Alastair Hignell column: SA Tour important for Lancaster
NOW, as Brucie and Tess intone with irritating frequency on Strictly Come Dancing, is the moment of truth. But there's nothing repetitive about an England tour to South Africa – this is the first in five years and only the seventh since the two nations started playing each other in 1906 – and there's nothing contrived or manufactured about it, either.
England's newly-installed head coach Stuart Lancaster will face the sternest test of his coaching credentials. Compared to what lies in store for England – in a tour lasting barely four weeks, they play Tests in Durban, Johannesburg and Port Elizabeth, with midweek matches in Kimberley and Potchefstroom – the recent Six Nations' Championship is likely to seem like a gentle warm-up.
England's second place in that tournament – in which they were only beaten, and narrowly at that, by Grand Slam-winners Wales – was widely regarded as a decent achievement by Lancaster, his tyro management team and a young squad. Three Tests against a traditionally teak-tough opponent, in openly hostile stadiums, with World Cup ranking points at stake, will almost certainly sort out the men from the boys.
History is not on England's side. A team captained by John Pullin notched up a famous victory at Ellis Park, Johannesburg, in 1972, but since then no team has returned from the Republic with the series' spoils.
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True , the 1994 outfit, captained by Will Carling, won the first Test in Pretoria, only to be taken to the cleaners in Cape Town a week later, and, true, Martin Johnson led England to a thrilling victory in Bloemfontein in 2000, after a controversial first Test defeat in Pretoria. But reports of England's other matches in South Africa make for grim reading.
In 1984 and 2007, South Africa annihilated their visitors in two-Test series. On the first occasion, England failed to reach double figures in either Test. On the latter, the Boks racked up a half-century on each occasion with patronising ease. In between, there was a one-off tacked on to the back-end of the notorious 1998 Tour to Hell, when England failed to score a point and would have conceded many more than 18 had the storm-lashed Cape Town pitch not been reduced to a morass.
Nor are circumstances in Lancaster's favour. By their nature, tours to the southern hemisphere occur at the end of a long and punishing domestic season. Players are exhausted, mentally as well as physically.
Many give in to injuries during the inevitably frantic hunt for domestic honours. Leicester's Tom Croft, a key line-out forward, whose electrifying try against France in Paris was one of the highlights of England's Six Nations' campaign, has already been ruled out.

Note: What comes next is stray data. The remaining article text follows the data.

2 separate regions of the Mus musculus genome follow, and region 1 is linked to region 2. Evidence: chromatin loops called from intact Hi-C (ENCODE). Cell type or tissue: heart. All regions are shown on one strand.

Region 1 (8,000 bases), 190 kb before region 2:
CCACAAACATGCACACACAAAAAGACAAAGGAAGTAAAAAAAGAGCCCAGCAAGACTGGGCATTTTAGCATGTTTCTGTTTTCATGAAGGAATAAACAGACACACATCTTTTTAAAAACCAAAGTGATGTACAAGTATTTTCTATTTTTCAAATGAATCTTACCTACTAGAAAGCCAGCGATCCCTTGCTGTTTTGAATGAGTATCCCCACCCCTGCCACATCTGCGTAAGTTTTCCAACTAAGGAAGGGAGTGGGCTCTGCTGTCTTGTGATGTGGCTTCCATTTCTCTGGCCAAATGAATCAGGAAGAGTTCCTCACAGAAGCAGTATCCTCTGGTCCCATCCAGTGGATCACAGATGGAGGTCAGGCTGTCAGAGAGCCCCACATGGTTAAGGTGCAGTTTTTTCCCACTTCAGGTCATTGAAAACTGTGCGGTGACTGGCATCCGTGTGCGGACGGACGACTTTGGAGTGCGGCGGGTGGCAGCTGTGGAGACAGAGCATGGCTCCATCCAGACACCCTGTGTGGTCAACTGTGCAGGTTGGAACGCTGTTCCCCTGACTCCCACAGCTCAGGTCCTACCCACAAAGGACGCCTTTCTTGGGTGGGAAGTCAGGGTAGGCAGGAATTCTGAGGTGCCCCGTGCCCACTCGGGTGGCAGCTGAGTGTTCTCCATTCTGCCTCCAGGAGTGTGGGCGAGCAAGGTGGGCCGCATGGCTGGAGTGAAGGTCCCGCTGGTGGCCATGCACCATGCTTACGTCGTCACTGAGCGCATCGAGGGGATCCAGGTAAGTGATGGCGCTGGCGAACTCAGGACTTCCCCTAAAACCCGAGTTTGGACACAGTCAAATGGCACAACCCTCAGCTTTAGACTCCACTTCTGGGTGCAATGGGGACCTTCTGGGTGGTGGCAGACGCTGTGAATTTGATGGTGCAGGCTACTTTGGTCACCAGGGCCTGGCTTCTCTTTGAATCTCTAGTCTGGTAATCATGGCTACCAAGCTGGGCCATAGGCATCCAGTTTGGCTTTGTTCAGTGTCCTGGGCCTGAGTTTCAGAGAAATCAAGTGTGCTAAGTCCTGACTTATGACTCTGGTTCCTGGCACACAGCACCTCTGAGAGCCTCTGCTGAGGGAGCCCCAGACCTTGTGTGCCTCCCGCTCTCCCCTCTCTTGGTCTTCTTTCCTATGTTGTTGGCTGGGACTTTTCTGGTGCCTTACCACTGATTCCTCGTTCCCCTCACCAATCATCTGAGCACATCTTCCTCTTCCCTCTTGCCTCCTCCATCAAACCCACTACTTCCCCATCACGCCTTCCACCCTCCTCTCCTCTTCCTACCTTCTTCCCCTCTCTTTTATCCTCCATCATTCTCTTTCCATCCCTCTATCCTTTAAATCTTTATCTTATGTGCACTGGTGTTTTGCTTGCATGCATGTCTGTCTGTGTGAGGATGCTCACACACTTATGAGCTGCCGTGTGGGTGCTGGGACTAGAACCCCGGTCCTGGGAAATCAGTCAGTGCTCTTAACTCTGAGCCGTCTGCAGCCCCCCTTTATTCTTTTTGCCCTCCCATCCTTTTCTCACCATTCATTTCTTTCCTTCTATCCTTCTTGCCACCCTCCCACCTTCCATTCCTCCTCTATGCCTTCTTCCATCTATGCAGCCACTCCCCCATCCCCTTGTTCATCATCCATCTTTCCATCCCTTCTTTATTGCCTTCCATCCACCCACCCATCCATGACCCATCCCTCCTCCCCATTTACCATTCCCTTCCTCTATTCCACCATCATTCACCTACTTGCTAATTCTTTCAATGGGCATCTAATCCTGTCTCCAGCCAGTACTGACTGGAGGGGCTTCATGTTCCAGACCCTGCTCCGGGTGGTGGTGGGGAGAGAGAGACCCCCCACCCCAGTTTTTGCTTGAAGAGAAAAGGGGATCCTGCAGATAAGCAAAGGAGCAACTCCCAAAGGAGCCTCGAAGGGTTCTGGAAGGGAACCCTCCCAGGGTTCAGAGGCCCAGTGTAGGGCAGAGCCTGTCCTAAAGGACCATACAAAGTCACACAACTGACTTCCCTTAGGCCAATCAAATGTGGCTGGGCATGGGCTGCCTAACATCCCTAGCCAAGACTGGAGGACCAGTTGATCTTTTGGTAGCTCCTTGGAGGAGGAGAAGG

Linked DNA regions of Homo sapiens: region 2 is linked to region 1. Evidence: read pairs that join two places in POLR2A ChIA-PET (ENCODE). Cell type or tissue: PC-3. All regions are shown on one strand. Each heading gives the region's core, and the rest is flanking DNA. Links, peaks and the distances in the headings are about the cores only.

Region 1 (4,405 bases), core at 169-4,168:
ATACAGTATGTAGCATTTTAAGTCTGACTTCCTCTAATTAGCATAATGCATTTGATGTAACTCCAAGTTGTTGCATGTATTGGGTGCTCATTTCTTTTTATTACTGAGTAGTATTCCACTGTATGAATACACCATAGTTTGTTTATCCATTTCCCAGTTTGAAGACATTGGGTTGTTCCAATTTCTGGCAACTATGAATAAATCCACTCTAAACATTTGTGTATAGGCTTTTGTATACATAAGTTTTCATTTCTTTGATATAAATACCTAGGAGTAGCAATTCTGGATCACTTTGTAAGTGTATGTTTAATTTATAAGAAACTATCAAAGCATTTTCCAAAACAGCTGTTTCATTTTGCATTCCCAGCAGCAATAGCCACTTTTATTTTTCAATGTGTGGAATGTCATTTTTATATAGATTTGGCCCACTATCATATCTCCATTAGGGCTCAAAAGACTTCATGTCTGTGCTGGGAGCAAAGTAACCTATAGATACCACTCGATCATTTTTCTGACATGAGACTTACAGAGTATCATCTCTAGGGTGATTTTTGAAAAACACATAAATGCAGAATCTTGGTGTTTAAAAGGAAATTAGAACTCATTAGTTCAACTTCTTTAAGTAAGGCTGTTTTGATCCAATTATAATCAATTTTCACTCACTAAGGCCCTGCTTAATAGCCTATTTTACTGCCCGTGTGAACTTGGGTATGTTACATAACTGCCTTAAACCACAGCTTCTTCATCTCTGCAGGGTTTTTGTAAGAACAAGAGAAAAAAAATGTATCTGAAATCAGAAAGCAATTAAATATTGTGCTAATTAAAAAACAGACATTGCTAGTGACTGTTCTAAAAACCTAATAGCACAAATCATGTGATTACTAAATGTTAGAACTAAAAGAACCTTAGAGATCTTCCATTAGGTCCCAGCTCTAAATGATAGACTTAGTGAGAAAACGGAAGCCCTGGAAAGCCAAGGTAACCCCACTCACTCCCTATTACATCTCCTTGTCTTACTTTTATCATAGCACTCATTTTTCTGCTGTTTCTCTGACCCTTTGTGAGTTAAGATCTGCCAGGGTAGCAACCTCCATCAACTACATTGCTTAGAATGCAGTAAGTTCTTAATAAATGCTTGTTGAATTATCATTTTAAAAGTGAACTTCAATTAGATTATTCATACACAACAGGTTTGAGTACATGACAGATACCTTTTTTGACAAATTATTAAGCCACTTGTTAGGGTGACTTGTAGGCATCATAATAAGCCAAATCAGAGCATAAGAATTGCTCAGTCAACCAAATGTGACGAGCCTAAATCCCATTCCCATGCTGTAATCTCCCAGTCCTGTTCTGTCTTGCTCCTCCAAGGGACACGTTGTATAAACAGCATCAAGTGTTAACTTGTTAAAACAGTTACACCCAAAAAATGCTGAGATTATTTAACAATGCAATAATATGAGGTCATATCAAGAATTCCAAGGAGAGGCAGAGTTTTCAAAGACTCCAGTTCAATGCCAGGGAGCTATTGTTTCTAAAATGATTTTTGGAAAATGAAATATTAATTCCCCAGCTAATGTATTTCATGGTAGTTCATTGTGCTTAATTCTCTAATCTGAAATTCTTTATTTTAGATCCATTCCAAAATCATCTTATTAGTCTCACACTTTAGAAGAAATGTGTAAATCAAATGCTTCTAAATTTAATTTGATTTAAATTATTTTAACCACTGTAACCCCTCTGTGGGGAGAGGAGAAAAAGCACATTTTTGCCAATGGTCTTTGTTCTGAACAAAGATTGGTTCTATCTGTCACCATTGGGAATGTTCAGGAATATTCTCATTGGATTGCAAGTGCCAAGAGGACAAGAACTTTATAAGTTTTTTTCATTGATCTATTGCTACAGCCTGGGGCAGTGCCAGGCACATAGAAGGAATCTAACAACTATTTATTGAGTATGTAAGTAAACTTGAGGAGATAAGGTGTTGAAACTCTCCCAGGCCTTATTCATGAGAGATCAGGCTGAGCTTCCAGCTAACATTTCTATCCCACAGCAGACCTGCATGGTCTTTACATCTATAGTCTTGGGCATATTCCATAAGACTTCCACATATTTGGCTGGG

No 8 Ben Morgan, who burst so thrillingly on to the international scene during the spring, is anxiously awaiting the results of a scan on the torn hamstring he suffered last weekend.
The break-up of a coaching team that had, against all expectations, gelled so quickly and so effectively during the Six Nations won't have helped. Nor will the publicity surrounding the attempts to reconstitute it.
When Andy Farrell, for entirely understandable reasons, turned down the opportunity to remain as England's backs coach, the open wooing of World Cup-winning New Zealander Wayne Smith made his rejection seem even more of a slap in the face.
More importantly, it cast Mike Catt, the man who eventually got the job, as very much a third choice, and reduced the time available to Lancaster – who will almost certainly have to recruit another coach to cope with the midweek fixtures in South Africa – to finalise his plans.
At least, he can console himself with the thought that the Boks are also bedding in a new coach. Heyneke Meyer – briefly coach at Leicester a few seasons ago – succeeded Pieter de Villiers after the World Cup last autumn.
Because of the demands of the South African domestic season he has had little time with his players. His first international in charge – the first Test in Durban on June 9 – will be Lancaster's sixth.
Any hopes that Meyer's relative inexperience will give the Englishman the edge should be discounted immediately.
Meyer, before he came to Leicester, was in charge of the all-conquering Blue Bulls from Pretoria and South Africa has never been short of players who are hard, fast, skilful and, at times, brutally confrontational. Over three Tests – for the first time ever – the task facing Lancaster and England could hardly be tougher.